Long-Term Vitamin C Treatment Increases Vascular Tetrahydrobiopterin Levels and Nitric Oxide Synthase Activity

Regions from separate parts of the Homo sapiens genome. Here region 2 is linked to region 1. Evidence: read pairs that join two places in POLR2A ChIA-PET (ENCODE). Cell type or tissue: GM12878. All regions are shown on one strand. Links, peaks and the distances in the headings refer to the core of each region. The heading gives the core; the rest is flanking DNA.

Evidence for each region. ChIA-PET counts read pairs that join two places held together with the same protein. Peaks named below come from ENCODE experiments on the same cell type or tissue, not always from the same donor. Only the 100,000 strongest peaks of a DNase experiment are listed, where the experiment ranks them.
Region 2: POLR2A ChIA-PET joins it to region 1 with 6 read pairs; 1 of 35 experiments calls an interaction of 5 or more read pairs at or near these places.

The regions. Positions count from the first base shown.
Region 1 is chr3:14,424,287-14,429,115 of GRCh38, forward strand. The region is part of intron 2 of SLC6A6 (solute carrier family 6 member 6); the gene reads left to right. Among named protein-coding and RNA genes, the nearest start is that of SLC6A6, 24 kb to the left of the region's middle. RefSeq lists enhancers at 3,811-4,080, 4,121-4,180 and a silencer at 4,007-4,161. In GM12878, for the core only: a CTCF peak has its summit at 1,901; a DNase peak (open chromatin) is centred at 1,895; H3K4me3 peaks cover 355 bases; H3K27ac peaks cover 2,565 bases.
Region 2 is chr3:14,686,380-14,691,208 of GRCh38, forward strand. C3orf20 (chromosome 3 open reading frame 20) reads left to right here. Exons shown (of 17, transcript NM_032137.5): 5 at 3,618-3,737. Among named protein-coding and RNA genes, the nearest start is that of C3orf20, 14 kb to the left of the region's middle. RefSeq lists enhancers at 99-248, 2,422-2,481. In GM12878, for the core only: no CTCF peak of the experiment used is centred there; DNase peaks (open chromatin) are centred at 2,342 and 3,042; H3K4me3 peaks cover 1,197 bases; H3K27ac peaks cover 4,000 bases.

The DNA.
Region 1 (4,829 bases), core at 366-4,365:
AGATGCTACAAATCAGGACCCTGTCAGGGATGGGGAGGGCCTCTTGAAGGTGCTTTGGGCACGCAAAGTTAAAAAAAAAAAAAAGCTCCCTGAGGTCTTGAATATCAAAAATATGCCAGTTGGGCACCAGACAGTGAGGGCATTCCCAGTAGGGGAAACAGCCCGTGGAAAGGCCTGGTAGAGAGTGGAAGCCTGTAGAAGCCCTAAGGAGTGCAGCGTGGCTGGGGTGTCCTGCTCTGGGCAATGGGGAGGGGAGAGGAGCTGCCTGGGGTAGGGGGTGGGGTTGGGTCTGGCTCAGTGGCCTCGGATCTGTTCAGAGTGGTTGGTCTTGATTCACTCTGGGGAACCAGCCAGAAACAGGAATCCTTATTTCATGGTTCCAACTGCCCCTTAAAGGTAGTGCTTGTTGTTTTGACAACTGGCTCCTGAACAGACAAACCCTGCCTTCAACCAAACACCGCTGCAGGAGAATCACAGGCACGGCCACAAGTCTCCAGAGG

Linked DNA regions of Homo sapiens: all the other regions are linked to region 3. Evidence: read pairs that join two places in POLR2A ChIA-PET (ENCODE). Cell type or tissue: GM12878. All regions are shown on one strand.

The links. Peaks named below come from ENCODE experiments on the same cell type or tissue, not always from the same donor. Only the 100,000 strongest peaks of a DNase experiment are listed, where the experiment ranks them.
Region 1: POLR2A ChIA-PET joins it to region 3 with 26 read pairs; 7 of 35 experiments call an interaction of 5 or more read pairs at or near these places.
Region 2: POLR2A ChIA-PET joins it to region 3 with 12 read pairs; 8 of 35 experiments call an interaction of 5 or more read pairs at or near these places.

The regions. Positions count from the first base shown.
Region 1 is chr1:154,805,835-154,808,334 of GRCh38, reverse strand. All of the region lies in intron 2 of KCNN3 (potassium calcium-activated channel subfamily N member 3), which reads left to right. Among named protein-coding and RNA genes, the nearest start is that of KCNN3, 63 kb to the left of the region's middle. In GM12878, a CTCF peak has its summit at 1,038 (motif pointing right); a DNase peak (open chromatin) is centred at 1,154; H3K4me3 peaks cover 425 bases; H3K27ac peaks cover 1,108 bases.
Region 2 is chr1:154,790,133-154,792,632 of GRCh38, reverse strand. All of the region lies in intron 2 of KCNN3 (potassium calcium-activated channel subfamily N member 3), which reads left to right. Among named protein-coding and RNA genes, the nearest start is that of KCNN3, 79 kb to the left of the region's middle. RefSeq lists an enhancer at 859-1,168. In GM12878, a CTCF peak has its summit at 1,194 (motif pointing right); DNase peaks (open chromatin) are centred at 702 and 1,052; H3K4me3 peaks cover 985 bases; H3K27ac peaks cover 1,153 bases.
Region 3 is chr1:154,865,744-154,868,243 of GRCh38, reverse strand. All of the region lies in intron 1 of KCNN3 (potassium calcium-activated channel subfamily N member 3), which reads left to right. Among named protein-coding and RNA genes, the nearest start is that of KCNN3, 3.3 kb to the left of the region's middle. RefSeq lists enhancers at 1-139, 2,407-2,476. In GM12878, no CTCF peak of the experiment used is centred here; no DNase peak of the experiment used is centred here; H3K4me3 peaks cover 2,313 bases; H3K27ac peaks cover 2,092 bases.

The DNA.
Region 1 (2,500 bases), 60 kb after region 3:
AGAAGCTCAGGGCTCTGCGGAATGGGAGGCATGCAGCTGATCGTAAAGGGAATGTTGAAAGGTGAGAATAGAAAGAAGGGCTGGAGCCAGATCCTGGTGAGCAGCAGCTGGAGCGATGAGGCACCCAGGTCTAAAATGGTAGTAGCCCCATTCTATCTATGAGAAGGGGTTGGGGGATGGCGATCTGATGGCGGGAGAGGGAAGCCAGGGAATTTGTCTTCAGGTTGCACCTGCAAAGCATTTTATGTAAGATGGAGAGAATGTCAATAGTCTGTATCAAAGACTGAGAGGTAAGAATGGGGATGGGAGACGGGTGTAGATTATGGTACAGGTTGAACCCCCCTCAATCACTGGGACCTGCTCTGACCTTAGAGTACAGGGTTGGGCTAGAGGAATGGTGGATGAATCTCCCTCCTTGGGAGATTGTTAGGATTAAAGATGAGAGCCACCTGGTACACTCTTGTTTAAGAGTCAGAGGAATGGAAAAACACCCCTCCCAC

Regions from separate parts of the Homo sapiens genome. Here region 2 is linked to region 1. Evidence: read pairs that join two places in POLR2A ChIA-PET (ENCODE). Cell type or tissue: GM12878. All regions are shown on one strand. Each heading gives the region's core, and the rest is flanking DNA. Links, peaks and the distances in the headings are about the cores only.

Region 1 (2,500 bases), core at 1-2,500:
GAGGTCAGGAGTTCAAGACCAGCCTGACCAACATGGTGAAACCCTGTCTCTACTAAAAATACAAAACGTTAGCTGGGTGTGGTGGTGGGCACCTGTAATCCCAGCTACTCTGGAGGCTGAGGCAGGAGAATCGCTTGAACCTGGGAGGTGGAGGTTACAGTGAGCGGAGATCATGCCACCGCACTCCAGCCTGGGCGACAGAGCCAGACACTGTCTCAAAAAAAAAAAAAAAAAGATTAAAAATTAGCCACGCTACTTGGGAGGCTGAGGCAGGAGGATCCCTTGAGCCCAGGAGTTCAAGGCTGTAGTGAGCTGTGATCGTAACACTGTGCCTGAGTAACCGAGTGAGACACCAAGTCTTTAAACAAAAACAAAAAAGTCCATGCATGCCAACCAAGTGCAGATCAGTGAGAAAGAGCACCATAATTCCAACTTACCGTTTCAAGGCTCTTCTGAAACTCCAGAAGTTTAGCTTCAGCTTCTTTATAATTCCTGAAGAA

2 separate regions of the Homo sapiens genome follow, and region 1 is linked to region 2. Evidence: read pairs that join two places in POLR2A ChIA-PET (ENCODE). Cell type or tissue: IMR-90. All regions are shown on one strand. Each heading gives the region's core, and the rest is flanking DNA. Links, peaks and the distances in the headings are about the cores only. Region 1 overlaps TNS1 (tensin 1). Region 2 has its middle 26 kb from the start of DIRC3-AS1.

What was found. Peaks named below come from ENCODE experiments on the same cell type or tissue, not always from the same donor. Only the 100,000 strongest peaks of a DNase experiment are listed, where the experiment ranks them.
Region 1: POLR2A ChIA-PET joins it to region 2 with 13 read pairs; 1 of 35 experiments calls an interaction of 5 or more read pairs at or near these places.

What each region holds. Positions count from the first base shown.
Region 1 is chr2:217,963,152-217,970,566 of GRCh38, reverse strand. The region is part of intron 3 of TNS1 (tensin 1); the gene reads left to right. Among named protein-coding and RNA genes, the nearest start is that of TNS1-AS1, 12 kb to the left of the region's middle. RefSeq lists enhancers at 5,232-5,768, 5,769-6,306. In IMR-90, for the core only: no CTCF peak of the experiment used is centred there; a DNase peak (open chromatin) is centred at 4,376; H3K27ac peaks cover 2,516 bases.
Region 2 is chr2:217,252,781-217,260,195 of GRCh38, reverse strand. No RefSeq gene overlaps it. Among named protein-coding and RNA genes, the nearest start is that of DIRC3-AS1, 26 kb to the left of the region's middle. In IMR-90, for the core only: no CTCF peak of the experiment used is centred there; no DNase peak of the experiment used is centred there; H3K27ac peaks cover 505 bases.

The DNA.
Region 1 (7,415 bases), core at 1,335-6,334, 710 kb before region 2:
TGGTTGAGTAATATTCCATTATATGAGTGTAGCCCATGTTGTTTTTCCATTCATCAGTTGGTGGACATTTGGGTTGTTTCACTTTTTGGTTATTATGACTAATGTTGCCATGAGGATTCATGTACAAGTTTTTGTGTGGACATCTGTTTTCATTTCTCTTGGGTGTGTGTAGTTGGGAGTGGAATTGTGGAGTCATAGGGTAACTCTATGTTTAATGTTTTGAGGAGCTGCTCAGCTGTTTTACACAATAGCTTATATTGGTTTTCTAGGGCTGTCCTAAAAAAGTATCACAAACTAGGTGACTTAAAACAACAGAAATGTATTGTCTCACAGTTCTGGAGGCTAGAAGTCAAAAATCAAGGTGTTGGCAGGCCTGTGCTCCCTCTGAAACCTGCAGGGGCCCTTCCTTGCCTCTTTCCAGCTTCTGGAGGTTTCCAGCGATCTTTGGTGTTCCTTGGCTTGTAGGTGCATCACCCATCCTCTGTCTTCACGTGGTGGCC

In cultured endothelial cells, the antioxidant, l-ascorbic acid (vitamin C), increases nitric oxide synthase (NOS) enzyme activity via chemical stabilization of tetrahydrobiopterin. Our objective was to determine the effect of vitamin C on NOS function and tetrahydrobiopterin metabolism in vivo. Twenty-six to twenty-eight weeks of diet supplementation with vitamin C (1%/kg chow) significantly increased circulating levels of vitamin C in wild-type (C57BL/6J) and apolipoprotein E (apoE)–deficient mice. Measurements of NOS enzymatic activity in aortas of apoE-deficient mice indicated a significant increase in total NOS activity. However, this increase was mainly due to high activity of inducible NOS, whereas eNOS activity was reduced. Significantly higher tetrahydrobiopterin levels were detected in aortas of apoE-deficient mice. Long-term treatment with vitamin C restored endothelial NOS activity in aortas of apoE-deficient mice, but did not affect activity of inducible NOS. In addition, 7,8-dihydrobiopterin levels, an oxidized form of tetrahydrobiopterin, were decreased and vascular endothelial function of aortas was significantly improved in apoE-deficient mice. Interestingly, vitamin C also increased tetrahydrobiopterin and NOS activity in aortas of C57BL/6J mice. In contrast, long-term treatment with vitamin E (2000 U/kg chow) did not affect vascular NOS activity or metabolism of tetrahydrobiopterin. In vivo, beneficial effect of vitamin C on vascular endothelial function appears to be mediated in part by protection of tetrahydrobiopterin and restoration of eNOS enzymatic activity.